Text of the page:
noun (plural -ries) Etymology: Middle English memorie, from Anglo-French memoire, memorie, from Latin memoria, from memor mindful; akin to Old English gemimor well-known, Greek mermēra care, Sanskrit smarati he remembers Date: 14th century 1. a. the power or process of reproducing or recalling what has been learned and retained especially through associative mechanisms b. the store of things learned and retained from an organism's activity or experience as evidenced by modification of structure or behavior or by recall and recognition 2. a. commemorative remembrance <
erected a statue in memory of the hero
b. the fact or condition of being remembered <
days of recent memory
3. a. a particular act of recall or recollection b. an image or impression of one that is remembered <
fond memories of her youth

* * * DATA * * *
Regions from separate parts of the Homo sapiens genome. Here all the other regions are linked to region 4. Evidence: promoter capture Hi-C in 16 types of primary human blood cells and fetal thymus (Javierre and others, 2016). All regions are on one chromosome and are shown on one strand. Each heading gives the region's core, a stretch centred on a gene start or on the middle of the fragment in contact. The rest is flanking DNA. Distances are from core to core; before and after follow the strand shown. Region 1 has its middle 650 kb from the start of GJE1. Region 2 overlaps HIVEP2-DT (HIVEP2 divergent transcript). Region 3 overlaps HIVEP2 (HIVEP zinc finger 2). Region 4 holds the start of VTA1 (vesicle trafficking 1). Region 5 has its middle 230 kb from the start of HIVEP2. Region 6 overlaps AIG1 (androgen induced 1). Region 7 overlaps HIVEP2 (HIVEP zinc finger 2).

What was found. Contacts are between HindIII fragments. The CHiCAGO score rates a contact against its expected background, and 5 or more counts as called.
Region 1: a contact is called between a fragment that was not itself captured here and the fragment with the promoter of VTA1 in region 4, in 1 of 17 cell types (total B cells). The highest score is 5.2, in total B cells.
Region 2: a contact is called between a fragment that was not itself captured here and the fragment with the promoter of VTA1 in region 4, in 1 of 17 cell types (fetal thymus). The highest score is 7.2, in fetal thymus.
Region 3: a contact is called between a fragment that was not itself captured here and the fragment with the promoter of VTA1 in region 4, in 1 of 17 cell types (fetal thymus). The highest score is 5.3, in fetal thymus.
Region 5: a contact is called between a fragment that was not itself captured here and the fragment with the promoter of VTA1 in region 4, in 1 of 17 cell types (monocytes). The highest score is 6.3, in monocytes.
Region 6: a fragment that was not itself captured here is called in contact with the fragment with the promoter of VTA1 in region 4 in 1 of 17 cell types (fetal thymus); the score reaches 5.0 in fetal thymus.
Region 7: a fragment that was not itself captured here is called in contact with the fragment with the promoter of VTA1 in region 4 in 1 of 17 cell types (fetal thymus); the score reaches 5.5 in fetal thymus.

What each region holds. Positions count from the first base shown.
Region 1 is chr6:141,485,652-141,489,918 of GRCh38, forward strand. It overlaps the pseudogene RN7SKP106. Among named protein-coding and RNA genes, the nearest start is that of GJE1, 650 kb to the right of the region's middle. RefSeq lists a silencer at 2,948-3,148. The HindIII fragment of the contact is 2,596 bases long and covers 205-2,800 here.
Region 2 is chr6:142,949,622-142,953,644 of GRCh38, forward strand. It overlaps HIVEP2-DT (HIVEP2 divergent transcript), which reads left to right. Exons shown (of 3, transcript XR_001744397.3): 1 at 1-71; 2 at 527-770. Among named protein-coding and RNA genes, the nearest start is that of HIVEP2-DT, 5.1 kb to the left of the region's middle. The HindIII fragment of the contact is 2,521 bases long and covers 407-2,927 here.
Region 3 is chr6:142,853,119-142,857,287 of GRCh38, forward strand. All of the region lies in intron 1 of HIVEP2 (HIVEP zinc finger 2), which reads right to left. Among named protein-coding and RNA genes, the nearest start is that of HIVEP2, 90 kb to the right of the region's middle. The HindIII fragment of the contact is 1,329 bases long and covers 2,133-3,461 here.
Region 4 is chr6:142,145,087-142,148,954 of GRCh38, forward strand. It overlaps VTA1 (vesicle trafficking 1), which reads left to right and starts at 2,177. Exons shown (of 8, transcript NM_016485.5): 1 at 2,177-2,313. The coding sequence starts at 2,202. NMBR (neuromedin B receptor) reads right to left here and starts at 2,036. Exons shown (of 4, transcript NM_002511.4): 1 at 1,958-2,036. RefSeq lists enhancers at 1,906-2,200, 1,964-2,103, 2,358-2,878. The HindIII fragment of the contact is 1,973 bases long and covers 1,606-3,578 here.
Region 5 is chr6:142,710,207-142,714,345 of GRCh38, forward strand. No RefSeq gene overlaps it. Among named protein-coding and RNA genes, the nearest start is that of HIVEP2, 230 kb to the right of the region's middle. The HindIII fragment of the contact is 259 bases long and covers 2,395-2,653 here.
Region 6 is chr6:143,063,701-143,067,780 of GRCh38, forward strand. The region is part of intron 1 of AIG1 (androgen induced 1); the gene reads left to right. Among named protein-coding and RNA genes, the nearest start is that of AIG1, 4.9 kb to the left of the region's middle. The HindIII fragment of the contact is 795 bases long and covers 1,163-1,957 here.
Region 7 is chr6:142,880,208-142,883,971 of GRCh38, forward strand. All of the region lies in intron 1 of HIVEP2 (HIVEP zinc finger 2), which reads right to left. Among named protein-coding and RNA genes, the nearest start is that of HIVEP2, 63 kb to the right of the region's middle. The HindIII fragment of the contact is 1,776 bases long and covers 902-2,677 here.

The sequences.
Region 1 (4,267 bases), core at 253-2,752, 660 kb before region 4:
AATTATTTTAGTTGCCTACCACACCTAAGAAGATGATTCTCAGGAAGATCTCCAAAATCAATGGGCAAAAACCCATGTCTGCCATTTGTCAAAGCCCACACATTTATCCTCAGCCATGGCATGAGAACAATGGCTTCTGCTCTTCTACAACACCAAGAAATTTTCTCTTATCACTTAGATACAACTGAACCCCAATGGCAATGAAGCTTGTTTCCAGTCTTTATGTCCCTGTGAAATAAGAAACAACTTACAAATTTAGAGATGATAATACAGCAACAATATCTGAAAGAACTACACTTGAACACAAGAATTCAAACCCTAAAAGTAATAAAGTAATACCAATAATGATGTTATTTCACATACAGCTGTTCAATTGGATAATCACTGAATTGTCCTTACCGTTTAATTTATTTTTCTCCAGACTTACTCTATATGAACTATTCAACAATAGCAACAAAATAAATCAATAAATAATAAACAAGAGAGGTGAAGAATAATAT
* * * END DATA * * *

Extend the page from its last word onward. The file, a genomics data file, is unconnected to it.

c. the time within which past events can be or are remembered <
within the memory of living men
4. a. a device (as a chip) or a component of a device in which information especially for a computer can be inserted and stored and from which it may be extracted when wanted; especially ram b. capacity for storing information <
512 megabytes of memory
5. a capacity for showing effects as the result of past treatment or for returning to a former condition — used especially of a material (as metal or plastic) Synonyms: memory, remembrance, recollection, reminiscence mean the capacity for or the act of remembering, or the thing remembered. memory applies both to the power of remembering and to what is remembered <
gifted with a remarkable memory
that incident was now just a distant memory
. remembrance applies to the act of remembering or the fact of being remembered <
any remembrance of his deceased wife was painful
. recollection adds an implication of consciously bringing back to mind often with some effort <
after a moment's recollection he produced the name
. reminiscence suggests the recalling of usually pleasant incidents, experiences, or feelings from a remote past <
my grandmother's reminiscences of her Iowa girlhood

New Collegiate Dictionary. 2001.


Look at other dictionaries:

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